Aït Benhaddou is an ancient fortified city (ksar) situated along the former caravan route between the Sahara and Marrakech. It is certainly one of the most breathtaking tourist attractions in Morocco. A UNESCO World Heritage Site, Aït Benhaddou is not only a place of great historical significant that stands as a record of Maghreb architectural practices, but is so immediately evocative of the most romantic visions of ancient Arabia that visitors may mistake it for a fanciful mirage. The buildings, constructed against a mountain and surrounded by steep defensive walls, are all built from moulded earth and clay brick, and the sight of them, ornamented with decorative motifs and appearing blood-red in the evening light, is so stirring that Aït Benhaddou has been featured in numerous Hollywood films (from Lawrence of Arabia to Gladiator). Providing some picture-perfect examples of kasbahs and medinas, no trip to Morocco would be complete without a visit to Aït Benhaddou. The city is most picturesque at sunrise and sunset, so visitors should remember to pack their cameras. Aït Benhaddou is a 3.5 hour drive south east of Marrakech.
The popular holiday resort town of Essaouira dates from the 18th century and is easily reached by bus from Marrakech. The town is encircled by a fortified wall and faces the sea, featuring a beautiful stretch of beach, some pretty whitewashed houses, boat-builders workshops and art galleries. What makes Essaouira popular is the laid-back holiday atmosphere, and the reliable coastal wind which makes it a perfect place for wind-reliant watersports like kite surfing; although the wind can make sunbathing and swimming more difficult. It is also famed for its woodcarving tradition, particularly due to the appeal of the local fragrant Thuya wood, which ensures that some gorgeous souvenirs can be found.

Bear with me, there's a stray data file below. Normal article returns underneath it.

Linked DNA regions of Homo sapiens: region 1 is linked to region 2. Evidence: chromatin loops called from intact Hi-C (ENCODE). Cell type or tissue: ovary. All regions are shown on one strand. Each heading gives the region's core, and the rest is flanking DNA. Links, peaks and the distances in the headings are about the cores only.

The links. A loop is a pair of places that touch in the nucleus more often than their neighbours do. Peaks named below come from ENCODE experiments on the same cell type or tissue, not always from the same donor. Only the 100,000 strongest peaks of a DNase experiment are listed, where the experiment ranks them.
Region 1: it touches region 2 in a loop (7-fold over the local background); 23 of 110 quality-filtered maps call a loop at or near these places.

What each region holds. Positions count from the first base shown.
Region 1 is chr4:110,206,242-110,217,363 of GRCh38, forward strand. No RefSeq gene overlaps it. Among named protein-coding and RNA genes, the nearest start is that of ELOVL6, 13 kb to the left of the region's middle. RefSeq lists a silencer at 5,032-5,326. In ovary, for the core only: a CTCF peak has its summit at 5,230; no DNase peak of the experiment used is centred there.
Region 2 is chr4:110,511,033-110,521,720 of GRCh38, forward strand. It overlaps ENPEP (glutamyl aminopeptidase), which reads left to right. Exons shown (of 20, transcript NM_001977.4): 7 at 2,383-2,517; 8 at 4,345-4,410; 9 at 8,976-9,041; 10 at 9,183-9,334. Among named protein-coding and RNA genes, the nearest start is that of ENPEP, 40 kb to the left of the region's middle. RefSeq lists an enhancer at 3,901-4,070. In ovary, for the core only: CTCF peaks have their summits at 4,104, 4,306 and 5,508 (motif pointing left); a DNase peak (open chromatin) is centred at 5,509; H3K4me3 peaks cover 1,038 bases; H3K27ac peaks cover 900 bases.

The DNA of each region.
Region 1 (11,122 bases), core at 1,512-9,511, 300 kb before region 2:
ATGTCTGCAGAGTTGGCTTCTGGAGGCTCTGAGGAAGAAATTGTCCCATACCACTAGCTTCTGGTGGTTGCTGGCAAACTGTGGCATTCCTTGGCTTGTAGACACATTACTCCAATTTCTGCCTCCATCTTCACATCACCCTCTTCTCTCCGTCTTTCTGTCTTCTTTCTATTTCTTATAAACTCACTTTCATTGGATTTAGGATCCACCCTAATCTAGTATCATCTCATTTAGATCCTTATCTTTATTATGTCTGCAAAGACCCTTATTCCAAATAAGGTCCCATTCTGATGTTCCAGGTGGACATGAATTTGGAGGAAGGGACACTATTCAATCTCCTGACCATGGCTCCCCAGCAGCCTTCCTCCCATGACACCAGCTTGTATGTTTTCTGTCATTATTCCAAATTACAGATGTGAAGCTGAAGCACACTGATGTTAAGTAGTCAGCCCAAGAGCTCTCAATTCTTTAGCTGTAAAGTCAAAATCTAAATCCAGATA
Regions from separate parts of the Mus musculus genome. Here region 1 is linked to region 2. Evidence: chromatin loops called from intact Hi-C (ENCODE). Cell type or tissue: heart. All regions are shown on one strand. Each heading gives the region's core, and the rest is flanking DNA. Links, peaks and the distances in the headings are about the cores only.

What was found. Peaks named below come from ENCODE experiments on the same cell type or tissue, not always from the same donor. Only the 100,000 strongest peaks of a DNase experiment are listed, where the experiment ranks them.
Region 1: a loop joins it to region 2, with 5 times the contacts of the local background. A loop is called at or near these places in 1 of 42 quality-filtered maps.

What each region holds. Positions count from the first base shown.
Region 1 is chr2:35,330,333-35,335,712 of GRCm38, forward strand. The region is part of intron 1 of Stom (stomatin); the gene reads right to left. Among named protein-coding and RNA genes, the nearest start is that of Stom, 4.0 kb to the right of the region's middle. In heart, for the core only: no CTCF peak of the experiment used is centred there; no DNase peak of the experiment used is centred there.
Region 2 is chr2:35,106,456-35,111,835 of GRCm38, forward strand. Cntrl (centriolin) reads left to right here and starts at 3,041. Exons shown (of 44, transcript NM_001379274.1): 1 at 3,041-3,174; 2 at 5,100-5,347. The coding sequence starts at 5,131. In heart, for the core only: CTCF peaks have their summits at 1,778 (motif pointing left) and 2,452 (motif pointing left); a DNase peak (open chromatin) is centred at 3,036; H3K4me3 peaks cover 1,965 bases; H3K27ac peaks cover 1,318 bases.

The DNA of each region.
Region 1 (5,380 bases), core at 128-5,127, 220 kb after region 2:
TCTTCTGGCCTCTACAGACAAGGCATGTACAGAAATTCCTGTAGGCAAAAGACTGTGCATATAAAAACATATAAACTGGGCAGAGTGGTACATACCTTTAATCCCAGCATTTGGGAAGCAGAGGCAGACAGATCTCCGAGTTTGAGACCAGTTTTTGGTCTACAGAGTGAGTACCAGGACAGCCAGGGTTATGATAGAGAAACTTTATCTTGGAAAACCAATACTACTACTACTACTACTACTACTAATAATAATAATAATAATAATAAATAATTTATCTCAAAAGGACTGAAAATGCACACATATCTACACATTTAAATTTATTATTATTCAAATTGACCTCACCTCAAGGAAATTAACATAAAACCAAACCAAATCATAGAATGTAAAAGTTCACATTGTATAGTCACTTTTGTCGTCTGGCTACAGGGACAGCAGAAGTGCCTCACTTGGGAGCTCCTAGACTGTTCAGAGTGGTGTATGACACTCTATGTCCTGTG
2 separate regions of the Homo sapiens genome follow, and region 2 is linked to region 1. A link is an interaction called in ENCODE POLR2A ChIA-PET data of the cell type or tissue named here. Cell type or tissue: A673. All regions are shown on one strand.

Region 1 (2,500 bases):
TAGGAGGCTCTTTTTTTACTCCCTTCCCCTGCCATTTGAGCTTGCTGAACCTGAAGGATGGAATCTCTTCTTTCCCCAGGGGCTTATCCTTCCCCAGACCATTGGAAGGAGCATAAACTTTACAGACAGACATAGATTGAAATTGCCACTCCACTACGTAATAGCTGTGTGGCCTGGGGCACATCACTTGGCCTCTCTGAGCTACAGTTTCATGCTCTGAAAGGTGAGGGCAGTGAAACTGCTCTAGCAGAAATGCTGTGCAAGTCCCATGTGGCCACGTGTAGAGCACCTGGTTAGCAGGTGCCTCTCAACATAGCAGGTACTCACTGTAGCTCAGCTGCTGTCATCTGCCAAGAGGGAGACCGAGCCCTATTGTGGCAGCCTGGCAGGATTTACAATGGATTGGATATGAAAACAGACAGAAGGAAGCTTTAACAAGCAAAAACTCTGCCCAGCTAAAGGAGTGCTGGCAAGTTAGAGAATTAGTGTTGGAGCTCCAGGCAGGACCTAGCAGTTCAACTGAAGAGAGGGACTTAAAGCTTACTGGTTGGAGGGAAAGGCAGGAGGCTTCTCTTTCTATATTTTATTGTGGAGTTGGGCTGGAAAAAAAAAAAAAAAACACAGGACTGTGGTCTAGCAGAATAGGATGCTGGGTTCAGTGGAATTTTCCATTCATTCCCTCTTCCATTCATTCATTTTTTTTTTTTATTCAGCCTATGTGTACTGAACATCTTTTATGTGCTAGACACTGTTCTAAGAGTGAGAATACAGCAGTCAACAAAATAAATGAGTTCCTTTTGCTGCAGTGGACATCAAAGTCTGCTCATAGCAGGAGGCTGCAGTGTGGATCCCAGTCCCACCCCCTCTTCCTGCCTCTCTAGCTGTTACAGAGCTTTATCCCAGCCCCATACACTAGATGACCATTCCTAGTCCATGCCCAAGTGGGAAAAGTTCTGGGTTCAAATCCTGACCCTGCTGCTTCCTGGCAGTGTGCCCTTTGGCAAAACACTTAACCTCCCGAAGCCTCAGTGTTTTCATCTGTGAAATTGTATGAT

Other popular activities in Essaouira include horseback riding on the beach, visits to the Argan Woods and Thuya Forests, and excursions to nearby Diabat, which draws tourists mainly on the strength of Jimi Hendrix's presence there many years ago. The harbour of Essaouira is a hive of activity, with stalls and open air seafood restaurants, and is particularly busy during the daily fish auction that attracts as many seagulls as buyers, sellers and onlookers (there is no fish auction on Sundays). The area is thought to have been inhabited since prehistoric times and is dotted with archaeological remains: Mogador Island, just off the coast, boasts the ruins of a Roman villa.